Car Industry Must Remodel for the Connected Future


LONDON — Telefónica Digital today published the Connected Car Industry 2013 report, featuring contributions from eight of the world’s largest car manufacturers and Machina Research. The report provides first-of-its-kind insight into the car industry’s biggest transformation in over a century, detailing the opportunity, challenges and blue-print of how car manufacturers and telcos need to work together in the form of a 10-point action plan.

The Connected Car market will achieve mass-market penetration in the next few years, seeing the number of vehicles with built-in connectivity increase from 10 percent of the overall market today to 90 percent by 2020. As this change takes place, the report identified four strategic themes: the transformation of the present-day dealership model, how these new services and connectivity will be paid for, concern over opening the car to third party providers, and the role of the mobile operator in powering this seismic change within the industry.

Redefining a century-old business model

Consumer demands around Connected Car services will require transforming a business model which has remained largely unchanged for over a century according to the report. With product lifecycles, payment interactions, and customer service being traditionally measured in years, the Connected Car consumer will require a new service dynamic, more akin to the telecoms industry where such cycles are measured in months.

Service bundles, delivery channels, product pipelines, pricing, and customer support will be heavily impacted, and in some cases new business models will need to be created from scratch as the dynamic between manufacturer, dealer, and customer evolves.

1. Forecourt dynamics

Dealers have historically been able to get a car from sale agreement to delivery time in just 20 minutes.  According to the report, the complexity of ‘extras’ and personalization has increased this to an average of 1.5 hours and is only set to go up further as more connected services become available.  This has implications on the dealers cost of sale per vehicle, as well as the type of sales and technical skills required.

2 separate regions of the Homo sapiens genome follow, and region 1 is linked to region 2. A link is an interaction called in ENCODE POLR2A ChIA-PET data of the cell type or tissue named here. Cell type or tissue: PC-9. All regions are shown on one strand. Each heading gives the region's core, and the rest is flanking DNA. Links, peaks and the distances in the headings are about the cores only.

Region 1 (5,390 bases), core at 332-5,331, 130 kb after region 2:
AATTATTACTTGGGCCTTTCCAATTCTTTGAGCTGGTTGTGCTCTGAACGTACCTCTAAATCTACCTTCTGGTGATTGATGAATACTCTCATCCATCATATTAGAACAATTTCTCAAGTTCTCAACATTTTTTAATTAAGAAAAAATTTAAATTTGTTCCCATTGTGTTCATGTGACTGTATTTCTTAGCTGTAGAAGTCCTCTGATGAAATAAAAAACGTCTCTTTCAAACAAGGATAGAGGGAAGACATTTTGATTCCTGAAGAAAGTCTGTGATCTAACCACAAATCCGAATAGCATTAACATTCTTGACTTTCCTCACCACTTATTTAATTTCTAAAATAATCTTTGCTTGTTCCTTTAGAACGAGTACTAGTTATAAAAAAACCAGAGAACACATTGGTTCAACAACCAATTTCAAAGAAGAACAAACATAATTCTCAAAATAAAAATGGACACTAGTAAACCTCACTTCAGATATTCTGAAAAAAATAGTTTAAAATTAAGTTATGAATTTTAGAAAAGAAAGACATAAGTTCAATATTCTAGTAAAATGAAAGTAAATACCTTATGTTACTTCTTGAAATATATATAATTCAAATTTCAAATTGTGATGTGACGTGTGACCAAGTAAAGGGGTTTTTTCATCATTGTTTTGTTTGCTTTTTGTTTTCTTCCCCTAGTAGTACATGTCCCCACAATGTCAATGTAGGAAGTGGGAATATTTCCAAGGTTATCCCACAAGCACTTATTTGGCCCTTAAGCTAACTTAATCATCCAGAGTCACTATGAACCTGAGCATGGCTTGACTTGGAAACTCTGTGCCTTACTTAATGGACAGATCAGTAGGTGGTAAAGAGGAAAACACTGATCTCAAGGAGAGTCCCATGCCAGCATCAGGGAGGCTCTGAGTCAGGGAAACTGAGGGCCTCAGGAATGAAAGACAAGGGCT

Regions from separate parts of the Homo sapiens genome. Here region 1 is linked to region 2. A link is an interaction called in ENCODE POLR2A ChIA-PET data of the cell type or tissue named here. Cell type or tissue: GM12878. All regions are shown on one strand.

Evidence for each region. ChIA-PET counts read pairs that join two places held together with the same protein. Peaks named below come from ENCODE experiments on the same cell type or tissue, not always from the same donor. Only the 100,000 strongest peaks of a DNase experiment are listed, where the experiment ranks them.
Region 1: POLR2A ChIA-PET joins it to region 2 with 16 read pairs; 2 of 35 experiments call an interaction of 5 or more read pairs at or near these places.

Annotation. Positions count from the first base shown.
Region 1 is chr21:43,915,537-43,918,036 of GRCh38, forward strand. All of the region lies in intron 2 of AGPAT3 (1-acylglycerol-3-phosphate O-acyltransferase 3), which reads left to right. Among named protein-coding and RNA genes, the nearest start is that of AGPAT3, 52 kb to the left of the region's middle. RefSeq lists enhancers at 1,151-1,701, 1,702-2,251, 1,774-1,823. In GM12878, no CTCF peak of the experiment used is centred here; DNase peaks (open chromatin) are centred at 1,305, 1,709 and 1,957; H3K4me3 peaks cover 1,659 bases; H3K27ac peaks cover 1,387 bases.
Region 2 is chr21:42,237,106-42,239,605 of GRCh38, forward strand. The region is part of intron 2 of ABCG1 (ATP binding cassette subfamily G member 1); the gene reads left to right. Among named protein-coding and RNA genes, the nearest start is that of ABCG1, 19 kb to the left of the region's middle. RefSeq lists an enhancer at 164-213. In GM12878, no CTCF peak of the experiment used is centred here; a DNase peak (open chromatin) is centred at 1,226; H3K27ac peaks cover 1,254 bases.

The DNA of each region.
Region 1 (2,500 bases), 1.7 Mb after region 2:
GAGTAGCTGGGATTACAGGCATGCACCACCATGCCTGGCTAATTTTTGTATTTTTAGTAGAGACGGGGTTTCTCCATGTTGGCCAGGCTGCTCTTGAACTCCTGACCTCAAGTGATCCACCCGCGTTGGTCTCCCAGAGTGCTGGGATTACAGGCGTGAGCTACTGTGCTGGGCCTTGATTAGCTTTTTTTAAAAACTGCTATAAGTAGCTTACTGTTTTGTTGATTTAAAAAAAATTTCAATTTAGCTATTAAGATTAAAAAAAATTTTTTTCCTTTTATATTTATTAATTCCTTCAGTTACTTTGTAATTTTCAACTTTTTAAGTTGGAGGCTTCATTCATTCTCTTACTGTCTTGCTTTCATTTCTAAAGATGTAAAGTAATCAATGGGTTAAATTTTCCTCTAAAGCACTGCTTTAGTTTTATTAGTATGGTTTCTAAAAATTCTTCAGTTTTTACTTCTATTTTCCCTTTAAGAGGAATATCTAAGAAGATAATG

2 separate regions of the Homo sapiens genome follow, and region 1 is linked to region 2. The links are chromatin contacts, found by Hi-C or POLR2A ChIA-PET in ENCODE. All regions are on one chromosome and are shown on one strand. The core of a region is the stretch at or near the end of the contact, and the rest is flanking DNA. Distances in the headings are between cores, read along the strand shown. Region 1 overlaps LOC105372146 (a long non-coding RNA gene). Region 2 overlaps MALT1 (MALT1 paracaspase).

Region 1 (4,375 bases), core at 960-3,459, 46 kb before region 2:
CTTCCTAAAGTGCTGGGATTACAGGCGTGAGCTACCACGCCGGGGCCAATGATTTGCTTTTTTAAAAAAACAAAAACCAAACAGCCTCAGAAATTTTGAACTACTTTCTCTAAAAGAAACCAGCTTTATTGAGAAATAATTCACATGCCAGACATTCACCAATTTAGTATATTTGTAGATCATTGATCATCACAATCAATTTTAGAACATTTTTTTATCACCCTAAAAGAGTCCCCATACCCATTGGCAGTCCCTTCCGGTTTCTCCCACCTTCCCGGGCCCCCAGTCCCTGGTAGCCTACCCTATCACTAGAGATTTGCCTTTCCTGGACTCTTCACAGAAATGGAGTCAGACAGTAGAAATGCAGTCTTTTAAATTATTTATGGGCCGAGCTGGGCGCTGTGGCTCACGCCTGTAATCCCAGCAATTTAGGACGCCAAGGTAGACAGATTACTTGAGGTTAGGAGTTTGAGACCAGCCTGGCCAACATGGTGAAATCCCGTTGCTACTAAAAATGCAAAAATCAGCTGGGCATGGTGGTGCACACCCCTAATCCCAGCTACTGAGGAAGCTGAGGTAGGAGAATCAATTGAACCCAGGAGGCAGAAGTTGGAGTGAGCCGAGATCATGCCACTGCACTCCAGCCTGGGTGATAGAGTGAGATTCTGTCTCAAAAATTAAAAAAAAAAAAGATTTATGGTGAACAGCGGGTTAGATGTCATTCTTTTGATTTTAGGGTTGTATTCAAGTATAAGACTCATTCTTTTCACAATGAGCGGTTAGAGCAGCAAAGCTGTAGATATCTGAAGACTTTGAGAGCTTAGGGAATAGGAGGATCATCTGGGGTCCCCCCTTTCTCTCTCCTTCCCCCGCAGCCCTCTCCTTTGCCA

That however, can be off-set by the advantages a Connected Car sale provides a dealer. For example, automatically alerting customers and service dealerships to poor and failing performance in vehicles, enabling proactive and preventative maintenance requests, and longer-term maintenance agreements.

Additionally, the report identifies a new relationship between car manufacturer and owner once they have left the forecourt. Branded app stores, upgrades to software solutions over-the-air, and on and off-board vehicle solutions will provide them with opportunities to engage directly with car owners and maintain a deeper, longer term and more interactive relationship.

2. Paying the bills

Many of the questions raised in the report concern over who will pay for what in this new Connected Car universe. Consumers are used to a one-off payment when purchasing a car, however car manufacturers have realized selling ‘just’ cars is no longer profitable.

Traditional telematics services have had low data usage, however Connected Car services are set to see these levels increase exponentially. Audi announced in January that its 50,000 Audi connect customers had used over 75 terabytes of data since launch in April 2011, four times the contents of the US Library of Congress.

Car manufacturers need to develop innovative pricing models that provide the flexibility and value that consumers demand from comparable services. General Motors has suggested that mobile operators could recognize vehicles as a second device on a customer’s data plan for a low monthly fee, or advertising models could be introduced to part-fund connectivity.

Flexibility in pricing was high on many automotive original equipment manufacturers’ wish lists, enabling tariffs to be developed around the unique uses of Connected Car services.

3. Collaboration is the key to success

The report found that the car manufacturing industry was looking to mobile operators as their partner of choice to not only enable connectivity, but to share their understanding and experience of building stronger and closer relationships with the hyper-connected consumer.

Collaborative teams from the car manufacturing industry and mobile operators need to be established to share knowledge and develop new innovative business models. With the report finding that not only will they be a key-enabler of the new business models required for the Connected Car industry to exist, but also to act as a catalyst for this change.

The report also highlights a number of areas that car manufacturers are looking to mobile operators to address. These include offering global connectivity arrangements, end-to-end services (incorporating software updates, data management, etc), and data pricing.

4. Caution around app ecosystems

Although apps are expected to be part of the ecosystem, with manufacturers like Renault launching their own app stores, automotive manufacturers believe that issues of security and reliability mean Connected Cars are unlikely to become environments for open app development.

Overall, automotive original equipment manufacturers believe that the potential market for apps in Connected Cars will be far smaller than has been experienced in the smartphone sector.